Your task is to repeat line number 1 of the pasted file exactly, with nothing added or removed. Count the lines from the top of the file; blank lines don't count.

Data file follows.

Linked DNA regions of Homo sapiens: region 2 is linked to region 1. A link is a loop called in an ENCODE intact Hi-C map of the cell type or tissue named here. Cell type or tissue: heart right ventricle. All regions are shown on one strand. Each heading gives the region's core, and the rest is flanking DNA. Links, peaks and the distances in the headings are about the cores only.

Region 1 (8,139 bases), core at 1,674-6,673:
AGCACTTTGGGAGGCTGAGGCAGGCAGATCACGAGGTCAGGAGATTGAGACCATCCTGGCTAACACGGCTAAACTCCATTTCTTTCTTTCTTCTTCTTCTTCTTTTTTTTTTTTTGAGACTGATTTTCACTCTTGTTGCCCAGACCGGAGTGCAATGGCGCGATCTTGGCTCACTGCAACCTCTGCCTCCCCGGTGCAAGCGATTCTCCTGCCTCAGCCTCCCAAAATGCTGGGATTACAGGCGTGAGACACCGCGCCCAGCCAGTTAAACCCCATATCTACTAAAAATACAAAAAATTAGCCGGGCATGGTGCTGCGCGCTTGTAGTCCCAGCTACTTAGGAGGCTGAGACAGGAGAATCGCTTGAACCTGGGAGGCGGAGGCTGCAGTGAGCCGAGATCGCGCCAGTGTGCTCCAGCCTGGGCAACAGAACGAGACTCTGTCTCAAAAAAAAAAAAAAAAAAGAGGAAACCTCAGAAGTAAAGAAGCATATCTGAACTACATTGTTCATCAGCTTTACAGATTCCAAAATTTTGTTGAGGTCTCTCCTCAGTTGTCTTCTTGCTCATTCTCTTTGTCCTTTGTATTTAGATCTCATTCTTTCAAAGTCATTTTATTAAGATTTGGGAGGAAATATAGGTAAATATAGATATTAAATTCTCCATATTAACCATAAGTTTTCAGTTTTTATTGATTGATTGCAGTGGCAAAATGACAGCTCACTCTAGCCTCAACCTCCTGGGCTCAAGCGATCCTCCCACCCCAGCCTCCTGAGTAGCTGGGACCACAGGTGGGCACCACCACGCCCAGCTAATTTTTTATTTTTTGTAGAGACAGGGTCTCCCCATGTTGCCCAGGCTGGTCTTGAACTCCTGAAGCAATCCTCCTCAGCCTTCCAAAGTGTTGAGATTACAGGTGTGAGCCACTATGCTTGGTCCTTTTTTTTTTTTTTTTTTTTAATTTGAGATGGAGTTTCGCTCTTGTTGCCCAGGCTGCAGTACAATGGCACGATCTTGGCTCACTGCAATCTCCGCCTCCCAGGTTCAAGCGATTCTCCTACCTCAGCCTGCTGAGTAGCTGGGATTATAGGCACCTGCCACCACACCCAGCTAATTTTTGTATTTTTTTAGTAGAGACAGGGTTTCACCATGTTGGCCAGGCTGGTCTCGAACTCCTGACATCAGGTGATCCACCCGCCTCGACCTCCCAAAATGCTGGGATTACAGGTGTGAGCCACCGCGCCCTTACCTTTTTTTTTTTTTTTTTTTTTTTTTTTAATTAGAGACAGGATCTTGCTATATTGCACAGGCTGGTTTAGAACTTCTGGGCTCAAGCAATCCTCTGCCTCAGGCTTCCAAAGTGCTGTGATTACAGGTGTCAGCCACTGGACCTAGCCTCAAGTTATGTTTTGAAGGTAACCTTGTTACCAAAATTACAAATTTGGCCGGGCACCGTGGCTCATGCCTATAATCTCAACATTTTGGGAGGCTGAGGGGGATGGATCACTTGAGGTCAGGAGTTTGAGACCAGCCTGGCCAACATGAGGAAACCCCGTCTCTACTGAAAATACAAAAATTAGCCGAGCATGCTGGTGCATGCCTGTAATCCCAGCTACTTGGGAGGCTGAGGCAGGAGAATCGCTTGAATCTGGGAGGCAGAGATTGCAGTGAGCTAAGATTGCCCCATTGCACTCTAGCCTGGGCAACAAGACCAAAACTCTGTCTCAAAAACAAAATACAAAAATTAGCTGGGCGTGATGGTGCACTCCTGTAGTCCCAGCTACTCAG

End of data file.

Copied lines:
Linked DNA regions of Homo sapiens: region 2 is linked to region 1. A link is a loop called in an ENCODE intact Hi-C map of the cell type or tissue named here. Cell type or tissue: heart right ventricle. All regions are shown on one strand. Each heading gives the region's core, and the rest is flanking DNA. Links, peaks and the distances in the headings are about the cores only.